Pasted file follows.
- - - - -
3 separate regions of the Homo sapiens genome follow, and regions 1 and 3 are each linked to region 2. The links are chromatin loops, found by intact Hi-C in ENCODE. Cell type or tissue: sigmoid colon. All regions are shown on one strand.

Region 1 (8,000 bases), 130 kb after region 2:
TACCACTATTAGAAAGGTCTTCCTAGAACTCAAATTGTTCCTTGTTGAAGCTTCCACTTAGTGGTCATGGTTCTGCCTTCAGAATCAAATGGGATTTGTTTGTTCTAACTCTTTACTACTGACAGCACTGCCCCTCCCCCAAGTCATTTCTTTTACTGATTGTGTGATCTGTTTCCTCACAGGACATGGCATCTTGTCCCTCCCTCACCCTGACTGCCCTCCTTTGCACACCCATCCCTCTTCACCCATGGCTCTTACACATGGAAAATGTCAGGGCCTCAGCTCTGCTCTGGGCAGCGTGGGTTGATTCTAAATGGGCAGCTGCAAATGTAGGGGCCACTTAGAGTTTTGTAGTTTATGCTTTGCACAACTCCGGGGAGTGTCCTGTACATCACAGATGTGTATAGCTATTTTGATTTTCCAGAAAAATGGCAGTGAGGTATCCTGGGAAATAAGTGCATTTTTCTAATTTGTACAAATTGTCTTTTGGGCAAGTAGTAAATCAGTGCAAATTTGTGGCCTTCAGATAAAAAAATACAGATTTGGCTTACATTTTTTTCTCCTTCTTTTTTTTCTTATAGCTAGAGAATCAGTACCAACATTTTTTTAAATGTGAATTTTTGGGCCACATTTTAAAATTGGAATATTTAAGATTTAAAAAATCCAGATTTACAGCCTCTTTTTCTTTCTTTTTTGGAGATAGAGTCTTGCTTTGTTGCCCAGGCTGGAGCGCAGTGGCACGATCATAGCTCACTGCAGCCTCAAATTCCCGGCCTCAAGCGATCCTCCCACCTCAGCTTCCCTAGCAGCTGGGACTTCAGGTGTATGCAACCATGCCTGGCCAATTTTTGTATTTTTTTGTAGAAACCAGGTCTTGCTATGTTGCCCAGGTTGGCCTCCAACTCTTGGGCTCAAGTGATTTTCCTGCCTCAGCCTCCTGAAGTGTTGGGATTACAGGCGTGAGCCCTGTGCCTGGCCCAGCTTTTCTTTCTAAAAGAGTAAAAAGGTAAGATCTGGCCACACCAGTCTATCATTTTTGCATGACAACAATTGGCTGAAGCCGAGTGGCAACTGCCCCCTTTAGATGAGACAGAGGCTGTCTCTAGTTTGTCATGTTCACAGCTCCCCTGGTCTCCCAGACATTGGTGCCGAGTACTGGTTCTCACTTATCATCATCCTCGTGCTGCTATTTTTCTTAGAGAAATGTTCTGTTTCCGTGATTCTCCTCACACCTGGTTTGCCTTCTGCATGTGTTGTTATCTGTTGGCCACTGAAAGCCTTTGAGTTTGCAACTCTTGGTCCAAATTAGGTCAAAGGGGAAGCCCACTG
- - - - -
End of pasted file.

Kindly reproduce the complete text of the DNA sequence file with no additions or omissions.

3 separate regions of the Homo sapiens genome follow, and regions 1 and 3 are each linked to region 2. The links are chromatin loops, found by intact Hi-C in ENCODE. Cell type or tissue: sigmoid colon. All regions are shown on one strand.

Region 1 (8,000 bases), 130 kb after region 2:
TACCACTATTAGAAAGGTCTTCCTAGAACTCAAATTGTTCCTTGTTGAAGCTTCCACTTAGTGGTCATGGTTCTGCCTTCAGAATCAAATGGGATTTGTTTGTTCTAACTCTTTACTACTGACAGCACTGCCCCTCCCCCAAGTCATTTCTTTTACTGATTGTGTGATCTGTTTCCTCACAGGACATGGCATCTTGTCCCTCCCTCACCCTGACTGCCCTCCTTTGCACACCCATCCCTCTTCACCCATGGCTCTTACACATGGAAAATGTCAGGGCCTCAGCTCTGCTCTGGGCAGCGTGGGTTGATTCTAAATGGGCAGCTGCAAATGTAGGGGCCACTTAGAGTTTTGTAGTTTATGCTTTGCACAACTCCGGGGAGTGTCCTGTACATCACAGATGTGTATAGCTATTTTGATTTTCCAGAAAAATGGCAGTGAGGTATCCTGGGAAATAAGTGCATTTTTCTAATTTGTACAAATTGTCTTTTGGGCAAGTAGTAAATCAGTGCAAATTTGTGGCCTTCAGATAAAAAAATACAGATTTGGCTTACATTTTTTTCTCCTTCTTTTTTTTCTTATAGCTAGAGAATCAGTACCAACATTTTTTTAAATGTGAATTTTTGGGCCACATTTTAAAATTGGAATATTTAAGATTTAAAAAATCCAGATTTACAGCCTCTTTTTCTTTCTTTTTTGGAGATAGAGTCTTGCTTTGTTGCCCAGGCTGGAGCGCAGTGGCACGATCATAGCTCACTGCAGCCTCAAATTCCCGGCCTCAAGCGATCCTCCCACCTCAGCTTCCCTAGCAGCTGGGACTTCAGGTGTATGCAACCATGCCTGGCCAATTTTTGTATTTTTTTGTAGAAACCAGGTCTTGCTATGTTGCCCAGGTTGGCCTCCAACTCTTGGGCTCAAGTGATTTTCCTGCCTCAGCCTCCTGAAGTGTTGGGATTACAGGCGTGAGCCCTGTGCCTGGCCCAGCTTTTCTTTCTAAAAGAGTAAAAAGGTAAGATCTGGCCACACCAGTCTATCATTTTTGCATGACAACAATTGGCTGAAGCCGAGTGGCAACTGCCCCCTTTAGATGAGACAGAGGCTGTCTCTAGTTTGTCATGTTCACAGCTCCCCTGGTCTCCCAGACATTGGTGCCGAGTACTGGTTCTCACTTATCATCATCCTCGTGCTGCTATTTTTCTTAGAGAAATGTTCTGTTTCCGTGATTCTCCTCACACCTGGTTTGCCTTCTGCATGTGTTGTTATCTGTTGGCCACTGAAAGCCTTTGAGTTTGCAACTCTTGGTCCAAATTAGGTCAAAGGGGAAGCCCACTG